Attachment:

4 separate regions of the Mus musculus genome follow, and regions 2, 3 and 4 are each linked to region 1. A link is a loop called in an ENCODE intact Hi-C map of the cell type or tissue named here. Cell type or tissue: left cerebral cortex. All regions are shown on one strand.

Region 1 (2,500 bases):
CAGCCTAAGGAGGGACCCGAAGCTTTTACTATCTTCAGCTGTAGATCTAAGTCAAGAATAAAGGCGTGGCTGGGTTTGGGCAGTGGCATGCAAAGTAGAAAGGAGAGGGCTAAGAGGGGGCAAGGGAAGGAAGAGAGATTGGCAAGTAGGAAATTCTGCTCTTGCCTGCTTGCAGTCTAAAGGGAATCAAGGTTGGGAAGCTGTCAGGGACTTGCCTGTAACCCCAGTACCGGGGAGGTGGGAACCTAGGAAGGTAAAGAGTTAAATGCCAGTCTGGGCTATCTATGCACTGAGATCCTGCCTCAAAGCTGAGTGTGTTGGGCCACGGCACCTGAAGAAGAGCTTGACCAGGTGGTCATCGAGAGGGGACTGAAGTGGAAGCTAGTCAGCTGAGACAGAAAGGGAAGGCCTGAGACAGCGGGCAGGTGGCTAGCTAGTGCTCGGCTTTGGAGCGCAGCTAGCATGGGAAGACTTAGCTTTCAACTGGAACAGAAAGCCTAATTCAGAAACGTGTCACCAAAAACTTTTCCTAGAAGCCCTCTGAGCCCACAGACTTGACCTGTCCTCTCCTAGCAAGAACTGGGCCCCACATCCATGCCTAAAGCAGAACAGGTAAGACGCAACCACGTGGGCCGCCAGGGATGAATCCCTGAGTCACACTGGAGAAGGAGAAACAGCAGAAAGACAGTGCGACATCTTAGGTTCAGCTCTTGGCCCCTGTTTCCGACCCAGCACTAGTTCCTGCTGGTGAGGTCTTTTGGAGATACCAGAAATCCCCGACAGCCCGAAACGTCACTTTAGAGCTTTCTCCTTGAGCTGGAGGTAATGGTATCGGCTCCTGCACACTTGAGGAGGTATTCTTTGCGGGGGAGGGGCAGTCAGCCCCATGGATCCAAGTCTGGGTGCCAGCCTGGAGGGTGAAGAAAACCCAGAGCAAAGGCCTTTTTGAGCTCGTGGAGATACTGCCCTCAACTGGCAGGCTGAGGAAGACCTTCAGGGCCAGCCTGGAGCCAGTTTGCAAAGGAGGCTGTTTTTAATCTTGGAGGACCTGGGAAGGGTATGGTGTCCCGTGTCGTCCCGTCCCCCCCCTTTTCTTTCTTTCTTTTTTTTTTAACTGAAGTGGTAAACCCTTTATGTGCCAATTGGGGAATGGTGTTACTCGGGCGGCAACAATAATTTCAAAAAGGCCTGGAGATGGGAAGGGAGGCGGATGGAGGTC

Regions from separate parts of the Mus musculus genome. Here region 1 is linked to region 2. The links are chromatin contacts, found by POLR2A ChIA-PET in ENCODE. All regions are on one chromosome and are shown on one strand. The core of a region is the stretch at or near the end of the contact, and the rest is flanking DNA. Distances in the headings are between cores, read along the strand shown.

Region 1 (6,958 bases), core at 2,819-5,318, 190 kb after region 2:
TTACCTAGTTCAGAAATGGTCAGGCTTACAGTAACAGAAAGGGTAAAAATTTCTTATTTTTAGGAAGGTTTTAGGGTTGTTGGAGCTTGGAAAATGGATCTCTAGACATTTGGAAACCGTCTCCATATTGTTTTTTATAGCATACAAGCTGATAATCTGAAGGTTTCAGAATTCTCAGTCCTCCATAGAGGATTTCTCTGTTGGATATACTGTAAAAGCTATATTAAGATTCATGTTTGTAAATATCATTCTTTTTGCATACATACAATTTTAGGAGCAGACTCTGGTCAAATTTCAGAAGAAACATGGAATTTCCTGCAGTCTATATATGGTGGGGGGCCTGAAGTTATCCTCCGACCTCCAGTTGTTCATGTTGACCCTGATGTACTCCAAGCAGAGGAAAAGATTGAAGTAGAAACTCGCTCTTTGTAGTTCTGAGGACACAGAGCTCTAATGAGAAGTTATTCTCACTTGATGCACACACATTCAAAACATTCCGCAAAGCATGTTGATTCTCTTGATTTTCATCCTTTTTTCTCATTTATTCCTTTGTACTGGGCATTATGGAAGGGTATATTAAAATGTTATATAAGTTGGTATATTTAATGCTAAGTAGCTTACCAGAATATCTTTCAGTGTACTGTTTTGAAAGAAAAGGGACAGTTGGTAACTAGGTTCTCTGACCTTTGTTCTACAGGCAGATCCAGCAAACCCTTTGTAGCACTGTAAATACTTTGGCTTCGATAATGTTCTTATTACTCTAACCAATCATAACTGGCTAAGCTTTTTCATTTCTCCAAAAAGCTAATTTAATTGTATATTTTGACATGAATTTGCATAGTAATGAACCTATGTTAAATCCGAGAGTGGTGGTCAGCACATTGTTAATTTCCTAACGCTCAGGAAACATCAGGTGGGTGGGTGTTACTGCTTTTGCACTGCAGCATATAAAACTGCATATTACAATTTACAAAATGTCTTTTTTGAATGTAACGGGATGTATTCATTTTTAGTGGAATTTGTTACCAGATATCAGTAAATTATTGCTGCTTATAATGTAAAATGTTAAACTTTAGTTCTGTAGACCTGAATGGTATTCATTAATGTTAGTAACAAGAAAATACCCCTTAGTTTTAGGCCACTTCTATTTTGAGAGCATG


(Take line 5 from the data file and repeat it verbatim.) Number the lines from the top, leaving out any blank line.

Region 1 (6,958 bases), core at 2,819-5,318, 190 kb after region 2: